I'm searching for a word describing the sound of liquid hitting the floor, nothing like water — more like milkshake/vomit.

I know this sounds strange, but I was thinking of plunge. Only to discover that it's more in use for people diving into water...

  • Milkshakes won't make much noise. They are aerated, and the speed of sound in a aerated fluid is so small it just can't make collimated waves over a surface and transfer that to the air. Plus it's really viscous, so it doesn't want to reverberate either. So it's really a matter of the floor. Last table Sorry, just came from Engineering.se . There is an acoustics tag over there if you are interested.
    – Phil Sweet
    Commented Mar 28, 2018 at 23:47

7 Answers 7


This comes to my mind:

splat 2 informal noun a sound of something soft and wet or heavy striking a surface : the goblin makes a huge splat as he hits the ground.

Could apply to a quantity of water, I imagine. Also, it's a 19th century abbreviation of splatter, which might also work.

  • I would say 'splat' is used for something with more substance. 'Wet', yes but not a liquid. A custard pie, for example, might 'splat'.
    – Karl
    Commented Apr 16, 2011 at 12:32
  • well, milkshake & vomit are more substancy
    – Asaf
    Commented Apr 16, 2011 at 12:44

"Splosh" was my first thought. It's just a variation of "splash," but I always think of splashing in a bathtub. "Slosh" would be the sound you get shaking liquid in a basin of some sort. Thus, I offer "splosh."

...Now that I think about it, though, a lot of the time when something as thick as a milkshake hits the ground it makes more of a "slap" than anything else...

May I suggest an experiment...?

  • 2
    I like the idea of experimenting. The great thing with onomatopoeia is that if you were to make up a word entirely, it shouldn't matter too much as people will mostly get the idea - as long as you replicate the sound accurately enough. So yes, try it out and see how you think it sounds!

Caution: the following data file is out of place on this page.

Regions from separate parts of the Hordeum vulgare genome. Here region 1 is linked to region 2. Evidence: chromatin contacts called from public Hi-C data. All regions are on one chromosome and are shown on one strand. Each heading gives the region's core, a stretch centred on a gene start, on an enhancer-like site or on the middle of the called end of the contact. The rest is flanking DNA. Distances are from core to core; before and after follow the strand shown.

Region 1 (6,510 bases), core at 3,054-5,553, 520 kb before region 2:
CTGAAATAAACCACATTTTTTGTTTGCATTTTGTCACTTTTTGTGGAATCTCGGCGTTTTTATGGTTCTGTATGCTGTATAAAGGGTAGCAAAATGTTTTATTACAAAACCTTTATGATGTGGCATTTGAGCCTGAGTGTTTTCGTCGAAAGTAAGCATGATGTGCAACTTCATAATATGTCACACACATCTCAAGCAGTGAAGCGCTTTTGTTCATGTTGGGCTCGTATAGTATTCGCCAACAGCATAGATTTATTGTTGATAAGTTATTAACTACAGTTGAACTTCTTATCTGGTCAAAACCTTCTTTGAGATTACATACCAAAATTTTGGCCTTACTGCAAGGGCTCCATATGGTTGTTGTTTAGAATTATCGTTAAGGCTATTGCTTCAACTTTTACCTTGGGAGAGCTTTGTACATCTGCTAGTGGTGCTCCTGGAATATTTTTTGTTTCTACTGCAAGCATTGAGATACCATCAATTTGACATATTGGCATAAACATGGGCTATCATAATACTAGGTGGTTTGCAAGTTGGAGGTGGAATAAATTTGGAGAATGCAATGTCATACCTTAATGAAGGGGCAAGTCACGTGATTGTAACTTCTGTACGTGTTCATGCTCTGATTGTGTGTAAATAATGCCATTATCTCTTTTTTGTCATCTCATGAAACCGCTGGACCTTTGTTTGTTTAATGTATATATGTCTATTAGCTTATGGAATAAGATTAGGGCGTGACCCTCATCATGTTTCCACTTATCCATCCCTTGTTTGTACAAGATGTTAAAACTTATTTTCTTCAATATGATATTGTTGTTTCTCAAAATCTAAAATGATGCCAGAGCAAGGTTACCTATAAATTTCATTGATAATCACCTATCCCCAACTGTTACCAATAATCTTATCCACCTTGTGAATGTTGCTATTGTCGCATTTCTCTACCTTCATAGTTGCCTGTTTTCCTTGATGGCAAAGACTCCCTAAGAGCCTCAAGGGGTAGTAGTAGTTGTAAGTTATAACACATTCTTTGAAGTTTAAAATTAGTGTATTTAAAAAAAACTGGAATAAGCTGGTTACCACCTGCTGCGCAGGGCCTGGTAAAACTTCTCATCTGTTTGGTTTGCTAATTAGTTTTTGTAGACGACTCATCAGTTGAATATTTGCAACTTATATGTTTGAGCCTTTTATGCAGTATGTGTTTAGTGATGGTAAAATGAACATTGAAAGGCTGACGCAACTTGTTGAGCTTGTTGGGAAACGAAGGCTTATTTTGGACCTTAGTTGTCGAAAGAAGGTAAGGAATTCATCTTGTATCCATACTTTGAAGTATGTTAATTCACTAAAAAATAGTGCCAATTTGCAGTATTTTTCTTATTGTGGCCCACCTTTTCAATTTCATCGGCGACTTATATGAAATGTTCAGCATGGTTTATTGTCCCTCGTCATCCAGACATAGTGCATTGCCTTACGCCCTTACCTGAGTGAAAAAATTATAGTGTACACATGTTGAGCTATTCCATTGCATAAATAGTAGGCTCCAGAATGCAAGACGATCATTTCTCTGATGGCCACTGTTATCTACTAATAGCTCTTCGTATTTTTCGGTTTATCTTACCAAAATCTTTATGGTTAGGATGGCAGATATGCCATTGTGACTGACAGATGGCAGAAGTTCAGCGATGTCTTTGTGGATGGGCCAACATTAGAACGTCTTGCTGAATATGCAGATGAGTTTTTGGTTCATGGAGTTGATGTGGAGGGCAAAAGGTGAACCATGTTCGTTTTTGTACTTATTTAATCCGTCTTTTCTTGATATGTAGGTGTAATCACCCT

– Karl
    Commented Apr 16, 2011 at 12:33
  • Yes but if you try to describe a scene and the first sentence is "you hear a sound of squaalaaash in the room".. It could get quite confusing.
    – Asaf
    Commented Apr 16, 2011 at 12:43
  • ...A little silly, perhaps, but I wouldn't say confusing, and silly only because of the a's. I wouldn't think anything unusual of "You hear a squalash in the room."
    – kitukwfyer
    Commented Apr 16, 2011 at 19:13

What about plop? It has a thick sound to it. According to Wikitionary, it's even been converted to a noun in the UK, as a slang term for excrement, presumably from the sound of its hitting the water and its having just the right consistency.

  • @gbutters You are aware that excrement is another word for your solid, correct?
    – Uticensis
    Commented Apr 16, 2011 at 1:07
  • @gbutters No, it isn't. Yogurt, a colloid -- an even mixture of solid and liquid, hence "thick" -- can plop just fine. And besides, is vomit not solid?
    – Uticensis
    Commented Apr 16, 2011 at 1:23
  • 1
    Errm...Not to intrude on this lovely discussion, but, FWIW, I'd say onomatopoeia have pretty nebulous definitions. If I say someone's milkshake/vomit plopped onto the floor, well then plop it did! At the end of the day, this is going to come down to personal preference and perception... What I say makes a raspy sound may well sound a whispery one to the person next to me, and these liquid words are little different, IMHO.
    – kitukwfyer
    Commented Apr 16, 2011 at 2:15

splash, plop, or drip"

come to mind (depending on velocity)


I suggest splop: halfway between a splosh (which sounds rather wet) and a plop (which sounds rather thick and viscous).


All of the words given are examples of onomatopoeia - words that describe exactly the sound they refer to (like 'bang' and 'clap').

Some good onomatopoeic words for liquid are:

drip, drop, plop - these would describe single droplets of liquid hitting the floor individually, as from a loose faucet/tap.

drum, pit-a-pat, patter - like the droplets above but when many come down at once, like with rain.

sploosh, splosh, splash - these would describe larger quantities of liquid, like spilling a drink.

Hope this helps. I'm sure there are more, too.


There is also a swash. But this inconsequential answer didn't have thirty characters, so here is some bogus text to please the silly computer.

  • ...When that happens to me, I just put in another ellipsis!...I am rather fond of them...
    – kitukwfyer
    Commented Apr 17, 2011 at 0:52
  • @kitukwyer: Ah! But then... yes, it works, by Jove! Commented Apr 17, 2011 at 1:26

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